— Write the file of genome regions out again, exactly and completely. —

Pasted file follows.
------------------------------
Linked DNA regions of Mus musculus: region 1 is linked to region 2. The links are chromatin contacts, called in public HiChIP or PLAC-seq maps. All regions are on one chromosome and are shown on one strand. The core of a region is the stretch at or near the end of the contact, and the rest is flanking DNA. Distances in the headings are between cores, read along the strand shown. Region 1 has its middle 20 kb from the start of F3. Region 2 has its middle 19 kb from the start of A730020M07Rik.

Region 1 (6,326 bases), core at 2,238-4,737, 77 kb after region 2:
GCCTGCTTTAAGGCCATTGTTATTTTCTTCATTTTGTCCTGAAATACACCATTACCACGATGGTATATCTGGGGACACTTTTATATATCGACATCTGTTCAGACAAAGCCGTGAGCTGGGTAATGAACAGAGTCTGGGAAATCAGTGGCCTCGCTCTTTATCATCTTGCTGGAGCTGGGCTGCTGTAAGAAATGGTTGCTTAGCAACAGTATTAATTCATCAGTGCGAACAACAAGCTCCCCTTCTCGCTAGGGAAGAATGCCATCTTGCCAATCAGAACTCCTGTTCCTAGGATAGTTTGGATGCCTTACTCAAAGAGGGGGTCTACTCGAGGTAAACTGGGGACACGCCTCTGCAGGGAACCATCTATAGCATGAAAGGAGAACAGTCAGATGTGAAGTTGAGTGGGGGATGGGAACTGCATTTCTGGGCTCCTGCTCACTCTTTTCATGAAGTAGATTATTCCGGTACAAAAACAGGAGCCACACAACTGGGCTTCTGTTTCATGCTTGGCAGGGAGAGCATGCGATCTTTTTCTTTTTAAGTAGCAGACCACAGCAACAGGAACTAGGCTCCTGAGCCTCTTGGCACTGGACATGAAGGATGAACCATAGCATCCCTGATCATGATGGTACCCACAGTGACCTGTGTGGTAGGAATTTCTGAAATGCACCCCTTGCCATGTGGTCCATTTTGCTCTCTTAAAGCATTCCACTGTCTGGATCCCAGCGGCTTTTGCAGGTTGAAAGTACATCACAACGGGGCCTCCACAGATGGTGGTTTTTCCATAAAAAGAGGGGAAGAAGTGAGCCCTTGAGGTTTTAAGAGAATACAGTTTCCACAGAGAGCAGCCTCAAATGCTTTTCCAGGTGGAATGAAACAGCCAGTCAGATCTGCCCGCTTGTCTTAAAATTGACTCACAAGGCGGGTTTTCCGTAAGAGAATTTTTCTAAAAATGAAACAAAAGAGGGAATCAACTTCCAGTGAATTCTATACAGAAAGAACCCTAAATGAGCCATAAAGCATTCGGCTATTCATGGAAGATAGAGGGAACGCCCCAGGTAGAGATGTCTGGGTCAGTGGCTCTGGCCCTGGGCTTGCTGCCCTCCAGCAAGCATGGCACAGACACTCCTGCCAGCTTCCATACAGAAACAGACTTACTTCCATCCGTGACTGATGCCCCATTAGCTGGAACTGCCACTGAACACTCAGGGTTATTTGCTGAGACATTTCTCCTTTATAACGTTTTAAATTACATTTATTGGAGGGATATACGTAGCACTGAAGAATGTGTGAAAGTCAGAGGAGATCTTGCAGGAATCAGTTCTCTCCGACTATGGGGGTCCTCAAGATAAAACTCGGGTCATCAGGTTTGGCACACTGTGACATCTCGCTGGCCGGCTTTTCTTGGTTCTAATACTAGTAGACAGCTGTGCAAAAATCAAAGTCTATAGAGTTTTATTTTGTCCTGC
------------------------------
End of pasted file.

Linked DNA regions of Mus musculus: region 1 is linked to region 2. The links are chromatin contacts, called in public HiChIP or PLAC-seq maps. All regions are on one chromosome and are shown on one strand. The core of a region is the stretch at or near the end of the contact, and the rest is flanking DNA. Distances in the headings are between cores, read along the strand shown. Region 1 has its middle 20 kb from the start of F3. Region 2 has its middle 19 kb from the start of A730020M07Rik.

Region 1 (6,326 bases), core at 2,238-4,737, 77 kb after region 2:
GCCTGCTTTAAGGCCATTGTTATTTTCTTCATTTTGTCCTGAAATACACCATTACCACGATGGTATATCTGGGGACACTTTTATATATCGACATCTGTTCAGACAAAGCCGTGAGCTGGGTAATGAACAGAGTCTGGGAAATCAGTGGCCTCGCTCTTTATCATCTTGCTGGAGCTGGGCTGCTGTAAGAAATGGTTGCTTAGCAACAGTATTAATTCATCAGTGCGAACAACAAGCTCCCCTTCTCGCTAGGGAAGAATGCCATCTTGCCAATCAGAACTCCTGTTCCTAGGATAGTTTGGATGCCTTACTCAAAGAGGGGGTCTACTCGAGGTAAACTGGGGACACGCCTCTGCAGGGAACCATCTATAGCATGAAAGGAGAACAGTCAGATGTGAAGTTGAGTGGGGGATGGGAACTGCATTTCTGGGCTCCTGCTCACTCTTTTCATGAAGTAGATTATTCCGGTACAAAAACAGGAGCCACACAACTGGGCTTCTGTTTCATGCTTGGCAGGGAGAGCATGCGATCTTTTTCTTTTTAAGTAGCAGACCACAGCAACAGGAACTAGGCTCCTGAGCCTCTTGGCACTGGACATGAAGGATGAACCATAGCATCCCTGATCATGATGGTACCCACAGTGACCTGTGTGGTAGGAATTTCTGAAATGCACCCCTTGCCATGTGGTCCATTTTGCTCTCTTAAAGCATTCCACTGTCTGGATCCCAGCGGCTTTTGCAGGTTGAAAGTACATCACAACGGGGCCTCCACAGATGGTGGTTTTTCCATAAAAAGAGGGGAAGAAGTGAGCCCTTGAGGTTTTAAGAGAATACAGTTTCCACAGAGAGCAGCCTCAAATGCTTTTCCAGGTGGAATGAAACAGCCAGTCAGATCTGCCCGCTTGTCTTAAAATTGACTCACAAGGCGGGTTTTCCGTAAGAGAATTTTTCTAAAAATGAAACAAAAGAGGGAATCAACTTCCAGTGAATTCTATACAGAAAGAACCCTAAATGAGCCATAAAGCATTCGGCTATTCATGGAAGATAGAGGGAACGCCCCAGGTAGAGATGTCTGGGTCAGTGGCTCTGGCCCTGGGCTTGCTGCCCTCCAGCAAGCATGGCACAGACACTCCTGCCAGCTTCCATACAGAAACAGACTTACTTCCATCCGTGACTGATGCCCCATTAGCTGGAACTGCCACTGAACACTCAGGGTTATTTGCTGAGACATTTCTCCTTTATAACGTTTTAAATTACATTTATTGGAGGGATATACGTAGCACTGAAGAATGTGTGAAAGTCAGAGGAGATCTTGCAGGAATCAGTTCTCTCCGACTATGGGGGTCCTCAAGATAAAACTCGGGTCATCAGGTTTGGCACACTGTGACATCTCGCTGGCCGGCTTTTCTTGGTTCTAATACTAGTAGACAGCTGTGCAAAAATCAAAGTCTATAGAGTTTTATTTTGTCCTGC